Money & Business

Trump's Win Could Spur Tax Reform

By / Nov 14, 2016 (iStock/Thinkstock)

Tax proposals favored by President-Elect Donald Trump on the campaign trail align with the tax blueprint released by the GOP earlier this year. Because of this, House Republicans say tax reform will be near the top of their 2017 legislative agenda.

Following President-elect Donald Trump’s win on November 8, House Republicans said last week that tax reform will be near the top of their legislative agenda for 2017.

A tax code overhaul is much more probable after Trump’s win, because the tax blueprint released earlier this year by GOP tax writers [PDF] is very close to the tax proposals favored by Trump on the campaign trail. On November 9, House Ways and Means Committee Chairman Kevin Brady (R-TX)  that he is excited about working with the Trump administration to lower the individual and corporate tax rates and reduce the incentives for U.S.-based companies to keep their profits overseas.

“We’re ready,” Brady said on CNBC. “It’s exciting for those of us who are absolutely confident the U.S. economy can grow much faster and be much healthier than what we have today… It’s really important that we redesign the way we tax so our companies can compete and win anywhere in the world, especially here at home. We want to make sure we eliminate every tax incentive to move U.S. jobs or headquarters or research overseas.”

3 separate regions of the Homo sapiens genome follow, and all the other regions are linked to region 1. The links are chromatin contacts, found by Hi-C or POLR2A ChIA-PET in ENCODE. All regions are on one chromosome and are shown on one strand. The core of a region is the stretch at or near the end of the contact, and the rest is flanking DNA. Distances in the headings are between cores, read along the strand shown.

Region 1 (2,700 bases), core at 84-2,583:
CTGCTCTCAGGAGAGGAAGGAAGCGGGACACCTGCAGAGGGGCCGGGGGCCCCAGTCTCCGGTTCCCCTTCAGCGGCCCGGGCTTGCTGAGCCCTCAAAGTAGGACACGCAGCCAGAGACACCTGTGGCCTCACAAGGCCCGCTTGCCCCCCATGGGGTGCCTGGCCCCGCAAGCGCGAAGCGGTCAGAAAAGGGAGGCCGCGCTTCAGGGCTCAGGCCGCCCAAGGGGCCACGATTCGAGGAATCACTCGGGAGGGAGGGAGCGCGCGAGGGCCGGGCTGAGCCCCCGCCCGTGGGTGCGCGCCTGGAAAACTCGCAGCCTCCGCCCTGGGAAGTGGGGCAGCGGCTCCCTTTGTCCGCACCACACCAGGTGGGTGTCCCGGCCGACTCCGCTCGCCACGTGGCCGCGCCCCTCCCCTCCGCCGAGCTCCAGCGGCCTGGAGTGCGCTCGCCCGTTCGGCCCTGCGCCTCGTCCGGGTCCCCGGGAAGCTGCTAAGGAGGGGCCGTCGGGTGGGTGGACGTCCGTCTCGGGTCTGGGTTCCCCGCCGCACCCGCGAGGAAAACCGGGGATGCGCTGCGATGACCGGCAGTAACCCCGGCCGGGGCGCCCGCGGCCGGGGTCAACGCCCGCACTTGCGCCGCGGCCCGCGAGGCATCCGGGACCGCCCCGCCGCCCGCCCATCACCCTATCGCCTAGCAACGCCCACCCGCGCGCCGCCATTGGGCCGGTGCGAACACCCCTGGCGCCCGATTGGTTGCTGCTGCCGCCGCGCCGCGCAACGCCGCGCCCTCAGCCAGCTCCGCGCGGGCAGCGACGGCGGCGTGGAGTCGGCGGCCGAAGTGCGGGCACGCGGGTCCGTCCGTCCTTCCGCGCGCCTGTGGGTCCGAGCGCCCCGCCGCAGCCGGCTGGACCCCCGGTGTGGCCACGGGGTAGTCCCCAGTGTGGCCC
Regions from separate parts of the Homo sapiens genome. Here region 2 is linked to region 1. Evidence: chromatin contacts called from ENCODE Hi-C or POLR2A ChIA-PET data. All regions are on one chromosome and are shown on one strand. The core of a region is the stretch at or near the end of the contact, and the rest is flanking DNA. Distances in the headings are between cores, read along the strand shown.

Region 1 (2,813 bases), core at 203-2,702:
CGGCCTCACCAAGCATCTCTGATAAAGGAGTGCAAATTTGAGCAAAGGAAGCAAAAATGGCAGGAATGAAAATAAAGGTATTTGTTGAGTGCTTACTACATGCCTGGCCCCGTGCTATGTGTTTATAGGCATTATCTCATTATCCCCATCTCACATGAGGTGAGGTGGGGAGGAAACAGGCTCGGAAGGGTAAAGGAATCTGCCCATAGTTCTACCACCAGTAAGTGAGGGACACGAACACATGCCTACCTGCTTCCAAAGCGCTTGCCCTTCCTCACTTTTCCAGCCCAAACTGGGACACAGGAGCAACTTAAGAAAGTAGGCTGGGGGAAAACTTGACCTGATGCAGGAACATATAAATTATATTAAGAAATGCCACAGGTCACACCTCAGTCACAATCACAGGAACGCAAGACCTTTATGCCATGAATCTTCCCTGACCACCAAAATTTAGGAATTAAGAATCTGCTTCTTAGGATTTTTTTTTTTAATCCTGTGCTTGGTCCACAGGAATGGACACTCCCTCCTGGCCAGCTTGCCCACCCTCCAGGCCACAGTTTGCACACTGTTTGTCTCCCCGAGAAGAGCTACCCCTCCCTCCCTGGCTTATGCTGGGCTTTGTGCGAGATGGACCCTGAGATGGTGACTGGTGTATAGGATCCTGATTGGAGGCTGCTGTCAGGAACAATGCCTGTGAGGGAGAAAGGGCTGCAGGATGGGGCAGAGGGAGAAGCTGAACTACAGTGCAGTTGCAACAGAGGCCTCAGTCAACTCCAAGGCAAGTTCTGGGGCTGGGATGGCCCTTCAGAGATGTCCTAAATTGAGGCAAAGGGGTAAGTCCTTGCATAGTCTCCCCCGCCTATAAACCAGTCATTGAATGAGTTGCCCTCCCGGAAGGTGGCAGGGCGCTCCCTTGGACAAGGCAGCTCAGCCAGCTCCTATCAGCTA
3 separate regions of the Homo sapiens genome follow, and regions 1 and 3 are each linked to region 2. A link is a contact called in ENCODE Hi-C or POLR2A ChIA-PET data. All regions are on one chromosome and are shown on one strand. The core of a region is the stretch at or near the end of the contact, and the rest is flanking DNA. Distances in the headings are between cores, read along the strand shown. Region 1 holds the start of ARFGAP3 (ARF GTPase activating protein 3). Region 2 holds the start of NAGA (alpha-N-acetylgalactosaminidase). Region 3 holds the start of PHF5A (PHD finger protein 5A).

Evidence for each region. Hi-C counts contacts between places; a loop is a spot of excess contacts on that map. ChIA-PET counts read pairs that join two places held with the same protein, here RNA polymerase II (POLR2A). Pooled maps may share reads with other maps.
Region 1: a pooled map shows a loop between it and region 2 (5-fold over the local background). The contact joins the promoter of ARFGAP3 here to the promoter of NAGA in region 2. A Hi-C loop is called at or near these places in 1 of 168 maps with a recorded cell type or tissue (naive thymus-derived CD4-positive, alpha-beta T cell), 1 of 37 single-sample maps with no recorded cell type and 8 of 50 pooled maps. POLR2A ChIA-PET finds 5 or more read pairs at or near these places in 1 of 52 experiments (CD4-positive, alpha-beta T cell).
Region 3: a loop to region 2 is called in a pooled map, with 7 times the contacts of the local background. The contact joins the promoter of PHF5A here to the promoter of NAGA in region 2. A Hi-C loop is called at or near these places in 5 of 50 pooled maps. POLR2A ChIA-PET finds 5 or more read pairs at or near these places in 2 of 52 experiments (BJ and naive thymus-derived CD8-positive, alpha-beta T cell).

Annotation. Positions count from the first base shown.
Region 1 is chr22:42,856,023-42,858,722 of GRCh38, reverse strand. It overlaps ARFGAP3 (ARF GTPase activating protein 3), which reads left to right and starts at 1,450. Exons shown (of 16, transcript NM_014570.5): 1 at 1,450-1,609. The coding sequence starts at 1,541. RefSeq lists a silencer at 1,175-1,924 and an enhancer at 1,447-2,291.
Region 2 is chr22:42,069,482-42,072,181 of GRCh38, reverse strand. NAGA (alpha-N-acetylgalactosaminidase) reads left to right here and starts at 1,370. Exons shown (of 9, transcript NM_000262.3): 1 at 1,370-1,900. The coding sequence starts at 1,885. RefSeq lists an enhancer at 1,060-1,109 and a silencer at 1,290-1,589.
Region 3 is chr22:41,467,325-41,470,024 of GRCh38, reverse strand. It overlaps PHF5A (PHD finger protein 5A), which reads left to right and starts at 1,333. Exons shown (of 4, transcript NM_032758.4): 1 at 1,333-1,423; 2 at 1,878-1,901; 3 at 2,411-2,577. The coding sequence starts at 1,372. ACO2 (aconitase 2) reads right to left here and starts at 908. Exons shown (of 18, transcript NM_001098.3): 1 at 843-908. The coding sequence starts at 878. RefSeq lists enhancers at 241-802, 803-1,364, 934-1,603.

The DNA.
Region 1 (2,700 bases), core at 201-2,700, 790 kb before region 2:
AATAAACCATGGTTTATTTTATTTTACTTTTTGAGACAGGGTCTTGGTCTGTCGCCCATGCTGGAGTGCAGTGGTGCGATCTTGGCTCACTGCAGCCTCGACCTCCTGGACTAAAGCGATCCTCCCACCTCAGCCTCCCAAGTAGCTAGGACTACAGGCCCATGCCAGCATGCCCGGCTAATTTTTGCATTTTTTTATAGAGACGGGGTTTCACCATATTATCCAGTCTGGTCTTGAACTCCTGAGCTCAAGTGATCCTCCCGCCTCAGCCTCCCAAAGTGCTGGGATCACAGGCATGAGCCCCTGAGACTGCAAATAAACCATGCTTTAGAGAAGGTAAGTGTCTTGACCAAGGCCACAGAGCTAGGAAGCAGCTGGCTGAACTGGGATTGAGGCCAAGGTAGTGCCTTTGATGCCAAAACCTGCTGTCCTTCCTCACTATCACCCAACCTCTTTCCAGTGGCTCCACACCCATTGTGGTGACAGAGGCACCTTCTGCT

The GOP tax blueprint is based on Republican goals to lower rates for individuals and corporations and move to a business consumption tax instead of an income tax-based system. The plan would lower top rates to 20 percent for corporations and 33 percent for individuals. It would also lower rates for small businesses organized as pass-through entities to 25 percent.

Given Republicans’ narrow majority in the Senate, they are discussing the possibility of using reconciliation to limit Senate Democrats’ ability to block a GOP tax reform bill from passage.

Some Senate Democrats, including Sen. Charles Schumer (D-NY), have been in talks with their Republican counterparts about possibly funding infrastructure upgrades through a reduced tax on repatriation. The tax break would give multinational corporations a one-time tax break on money earned in foreign countries. Republican leaders will likely see whether there is opportunity for bipartisanship on tax reform, while keeping reconciliation on the table as an option for getting a bill through Congress this coming year.

Chris Vest, CAE

Chris Vest, CAE is director of public policy at ASAE. More »

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